A friskier, sweeter-natured variation on the story Sam Raimi told in his recent trilogy, with greater emphasis on human relations than on special effects, this Spidey reboot refreshes an old story through the on-trend notion of making a Marvel superhero less...super-heroic. With an effortlessly winning Andrew Garfield now in the title role and the irresistible Emma Stone by his side as Gwen Stacy, the most delicious high school girlfriend a bug- and love-bitten young man could hope to woo, The Amazing Spider-Man may be the first big-ticket, big-budget, big-action-sequence comic-book movie that also doubles as a lilting coming-of-age indie.
SpidermanI mean an indie at its very best, with smart attention paid to coming-of-age issues, including the prickly shyness of a social outsider who's an easy target for bullies, the sexual and romantic awkwardness of a first-timer in love, the run-amok emotions of adolescence, and the unrest of a teenager who feels abandoned by his father. Of course, attention is also paid to a supervillain: the Lizard, a giant, destructive reptile played with impressive commitment to scaliness by Notting Hill's Rhys Ifans.
Through it all, Garfield fills both his slackerish Peter Parker identity as well as his Spider-Man rubberwear with star-quality confidence. Mixing self-effacing sweetness with believable teen boy arrogance, then adding a wee drop of snark, the exciting British-American actor with the JFK Jr. dark good looks defies anyone to hate him because he's beautiful — or because he's not Tobey Maguire. And any time the actor shares a scene with the radiant Ms. Stone...well, the two are a chemistry experiment gone as blindingly right as reptilian Dr. Curt Connors' little lab test goes terribly wrong. What's most amazing in The Amazing Spider-Man turns out to be not the shared sensations of blockbuster wow! the picture elicits, but rather the shared satisfactions of intimate awww.
Mark Adams, Mirror
That web-slinging superhero Spider-Man is back - again – and against all of the odds this 3D reboot is an engagingly action-packed and freewheeling affair, blessed with perfect chemistry between Brit Andrew Garfield and Hollywood star Emma Stone and some grandstanding special effects moments.
Young British actor Andrew Garfield is excellent as the smart but mild-mannered Peter Parker – combining awkward nerdyness with an underlying strength – and gives the film a reliable backbone.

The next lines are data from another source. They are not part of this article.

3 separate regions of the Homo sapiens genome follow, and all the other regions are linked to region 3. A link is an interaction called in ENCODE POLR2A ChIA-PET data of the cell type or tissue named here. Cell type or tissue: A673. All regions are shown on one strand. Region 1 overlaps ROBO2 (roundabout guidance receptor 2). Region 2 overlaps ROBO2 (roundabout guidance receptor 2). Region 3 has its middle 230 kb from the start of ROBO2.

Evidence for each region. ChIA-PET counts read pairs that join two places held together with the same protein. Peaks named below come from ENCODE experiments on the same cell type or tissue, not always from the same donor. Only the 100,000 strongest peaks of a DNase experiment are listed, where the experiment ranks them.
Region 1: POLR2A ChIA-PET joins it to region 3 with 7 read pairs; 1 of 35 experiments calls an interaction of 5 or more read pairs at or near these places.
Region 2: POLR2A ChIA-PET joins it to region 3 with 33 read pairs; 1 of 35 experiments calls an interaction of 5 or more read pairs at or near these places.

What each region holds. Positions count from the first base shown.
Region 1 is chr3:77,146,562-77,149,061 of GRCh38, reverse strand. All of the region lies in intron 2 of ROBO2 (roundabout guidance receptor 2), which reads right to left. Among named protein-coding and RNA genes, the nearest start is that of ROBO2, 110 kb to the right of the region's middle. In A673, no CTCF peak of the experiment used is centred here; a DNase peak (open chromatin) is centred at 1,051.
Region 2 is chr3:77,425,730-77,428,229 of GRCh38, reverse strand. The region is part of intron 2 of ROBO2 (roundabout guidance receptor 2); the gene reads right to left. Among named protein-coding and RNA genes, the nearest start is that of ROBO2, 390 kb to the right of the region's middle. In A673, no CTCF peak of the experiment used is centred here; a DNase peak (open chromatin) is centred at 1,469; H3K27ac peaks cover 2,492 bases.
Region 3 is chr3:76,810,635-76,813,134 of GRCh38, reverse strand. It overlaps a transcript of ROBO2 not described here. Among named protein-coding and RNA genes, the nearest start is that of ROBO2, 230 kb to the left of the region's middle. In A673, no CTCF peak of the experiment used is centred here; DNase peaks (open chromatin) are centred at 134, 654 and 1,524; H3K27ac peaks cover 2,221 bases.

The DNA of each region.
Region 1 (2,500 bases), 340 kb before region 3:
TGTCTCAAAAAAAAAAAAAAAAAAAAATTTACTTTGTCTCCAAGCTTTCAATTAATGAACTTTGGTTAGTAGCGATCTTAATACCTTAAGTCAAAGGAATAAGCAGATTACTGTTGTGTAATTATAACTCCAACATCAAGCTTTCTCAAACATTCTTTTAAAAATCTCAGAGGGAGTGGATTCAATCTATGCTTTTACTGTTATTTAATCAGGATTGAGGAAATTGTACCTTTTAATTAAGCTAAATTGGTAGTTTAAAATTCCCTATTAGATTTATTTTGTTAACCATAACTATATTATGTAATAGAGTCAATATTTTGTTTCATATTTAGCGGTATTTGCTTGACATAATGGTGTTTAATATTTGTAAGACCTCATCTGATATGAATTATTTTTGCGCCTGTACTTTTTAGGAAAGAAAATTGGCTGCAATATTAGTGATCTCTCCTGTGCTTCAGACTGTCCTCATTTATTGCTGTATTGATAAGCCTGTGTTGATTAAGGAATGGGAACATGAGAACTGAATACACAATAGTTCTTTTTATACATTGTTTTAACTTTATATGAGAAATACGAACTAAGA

There are some changes naturally enough – love interest this time comes in the blonde form of Gwen Stacy (played with charm to spare by the wonderful Emma Stone) and for some reason The Daily Bugle, where Peter sold snaps of Spider-Man in the original films (and the comic book series) is gone – but this re-telling is breezily watchable, despite a hefty running time.
The 3D works extremely well when it comes to his swinging his way around the Big Apple, though loses impact when it comes to old-fashioned dialogue and simple one-on-one scenes. Luckily the film is blessed with the delightfully confident and vibrant Emma Stone…she may be a little old to be playing high-schoolers (she is 22 later this year), but has such grace and poise – as well as perfect comedy timing – that oddly she ends up being the real beating heart of the film, with Garfield on hand to balance the geekiness with the superhero wisecracking.
The villain this time round is Oscorp scientist Dr. Curt Connors (Rhys Ifans) who gets transformed into the scaly beastie The Lizard. Yes he is powerful and vicious and green-skinned and has a tail, but somehow lacks the sheer villainous of other of Spider-Man’s usual enemies. Rest easy though…the post credits point to a new villain waiting in the wings.
Peter Travers, Rolling Stone
That being said, The Amazing Spider-Man has its virtues, chief among them its two stars: Andrew Garfield as Peter, the nerd turned crimefighter, and Emma Stone as Gwen Stacy, the daughter of a police chief (Denis Leary) who can't help being drawn into Peter's web. Garfield, so good in The Social Network and onstage in Death of a Salesman, puts his own stamp on Peter and his drive to solve the mystery of his parents' death. And Stone just jumps to life onscreen. Gwen was played by Stone's The Help costar Bryce Dallas Howard in Spider-Man 3, but her take on the role is distinctly her own. The Amazing Spider-Man delivers in its action and flying scenes as Spidey fights the villain, a.k.a. The Lizard (Rhys Ifans). But that's due diligence. The core of the new movie is the love story. It's no accident that Marc Webb was chosen to direct. Webb is the man behind (500) Days of Summer, the 2009 hit with Zooey Deschanel and Joseph Gordon-Levitt that is one of the best movie romances of the decade. Webb never loses touch with the film's emotional through line. And he allows time and space for Garfield and Stone, both stellar, to turn a high-flying adventure into something impassioned and moving. A Spider-Man that touches the heart. Now that really is amazing.